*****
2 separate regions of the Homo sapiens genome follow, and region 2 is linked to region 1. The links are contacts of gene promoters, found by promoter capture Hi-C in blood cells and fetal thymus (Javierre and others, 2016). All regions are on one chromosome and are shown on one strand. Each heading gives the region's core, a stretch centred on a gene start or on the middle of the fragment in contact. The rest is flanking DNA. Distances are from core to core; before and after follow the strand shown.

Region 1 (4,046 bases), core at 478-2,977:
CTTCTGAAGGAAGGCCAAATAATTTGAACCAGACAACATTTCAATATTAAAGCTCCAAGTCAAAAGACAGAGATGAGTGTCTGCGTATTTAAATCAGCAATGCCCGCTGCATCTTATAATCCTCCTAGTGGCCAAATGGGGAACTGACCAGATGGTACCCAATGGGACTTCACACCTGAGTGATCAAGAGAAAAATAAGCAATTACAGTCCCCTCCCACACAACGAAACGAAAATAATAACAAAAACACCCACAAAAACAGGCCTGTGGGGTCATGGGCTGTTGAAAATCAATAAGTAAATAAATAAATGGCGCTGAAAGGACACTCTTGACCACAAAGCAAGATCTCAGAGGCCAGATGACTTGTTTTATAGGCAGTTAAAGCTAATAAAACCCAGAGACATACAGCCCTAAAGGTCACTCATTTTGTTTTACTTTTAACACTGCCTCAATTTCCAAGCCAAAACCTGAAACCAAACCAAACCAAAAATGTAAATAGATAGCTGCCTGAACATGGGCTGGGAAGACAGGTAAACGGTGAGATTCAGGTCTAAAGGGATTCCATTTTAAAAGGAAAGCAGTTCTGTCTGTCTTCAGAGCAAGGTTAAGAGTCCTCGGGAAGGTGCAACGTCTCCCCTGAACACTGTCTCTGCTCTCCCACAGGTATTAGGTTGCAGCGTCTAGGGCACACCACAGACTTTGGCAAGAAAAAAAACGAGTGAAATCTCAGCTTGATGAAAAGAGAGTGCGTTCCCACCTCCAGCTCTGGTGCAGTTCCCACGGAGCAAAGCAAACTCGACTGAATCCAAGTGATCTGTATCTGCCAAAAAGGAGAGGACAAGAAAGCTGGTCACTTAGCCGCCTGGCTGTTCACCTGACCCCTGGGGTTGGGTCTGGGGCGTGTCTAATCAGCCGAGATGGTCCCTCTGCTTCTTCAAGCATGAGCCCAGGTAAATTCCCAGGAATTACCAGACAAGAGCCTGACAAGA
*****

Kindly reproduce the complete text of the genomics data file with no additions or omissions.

2 separate regions of the Homo sapiens genome follow, and region 2 is linked to region 1. The links are contacts of gene promoters, found by promoter capture Hi-C in blood cells and fetal thymus (Javierre and others, 2016). All regions are on one chromosome and are shown on one strand. Each heading gives the region's core, a stretch centred on a gene start or on the middle of the fragment in contact. The rest is flanking DNA. Distances are from core to core; before and after follow the strand shown.

Region 1 (4,046 bases), core at 478-2,977:
CTTCTGAAGGAAGGCCAAATAATTTGAACCAGACAACATTTCAATATTAAAGCTCCAAGTCAAAAGACAGAGATGAGTGTCTGCGTATTTAAATCAGCAATGCCCGCTGCATCTTATAATCCTCCTAGTGGCCAAATGGGGAACTGACCAGATGGTACCCAATGGGACTTCACACCTGAGTGATCAAGAGAAAAATAAGCAATTACAGTCCCCTCCCACACAACGAAACGAAAATAATAACAAAAACACCCACAAAAACAGGCCTGTGGGGTCATGGGCTGTTGAAAATCAATAAGTAAATAAATAAATGGCGCTGAAAGGACACTCTTGACCACAAAGCAAGATCTCAGAGGCCAGATGACTTGTTTTATAGGCAGTTAAAGCTAATAAAACCCAGAGACATACAGCCCTAAAGGTCACTCATTTTGTTTTACTTTTAACACTGCCTCAATTTCCAAGCCAAAACCTGAAACCAAACCAAACCAAAAATGTAAATAGATAGCTGCCTGAACATGGGCTGGGAAGACAGGTAAACGGTGAGATTCAGGTCTAAAGGGATTCCATTTTAAAAGGAAAGCAGTTCTGTCTGTCTTCAGAGCAAGGTTAAGAGTCCTCGGGAAGGTGCAACGTCTCCCCTGAACACTGTCTCTGCTCTCCCACAGGTATTAGGTTGCAGCGTCTAGGGCACACCACAGACTTTGGCAAGAAAAAAAACGAGTGAAATCTCAGCTTGATGAAAAGAGAGTGCGTTCCCACCTCCAGCTCTGGTGCAGTTCCCACGGAGCAAAGCAAACTCGACTGAATCCAAGTGATCTGTATCTGCCAAAAAGGAGAGGACAAGAAAGCTGGTCACTTAGCCGCCTGGCTGTTCACCTGACCCCTGGGGTTGGGTCTGGGGCGTGTCTAATCAGCCGAGATGGTCCCTCTGCTTCTTCAAGCATGAGCCCAGGTAAATTCCCAGGAATTACCAGACAAGAGCCTGACAAGA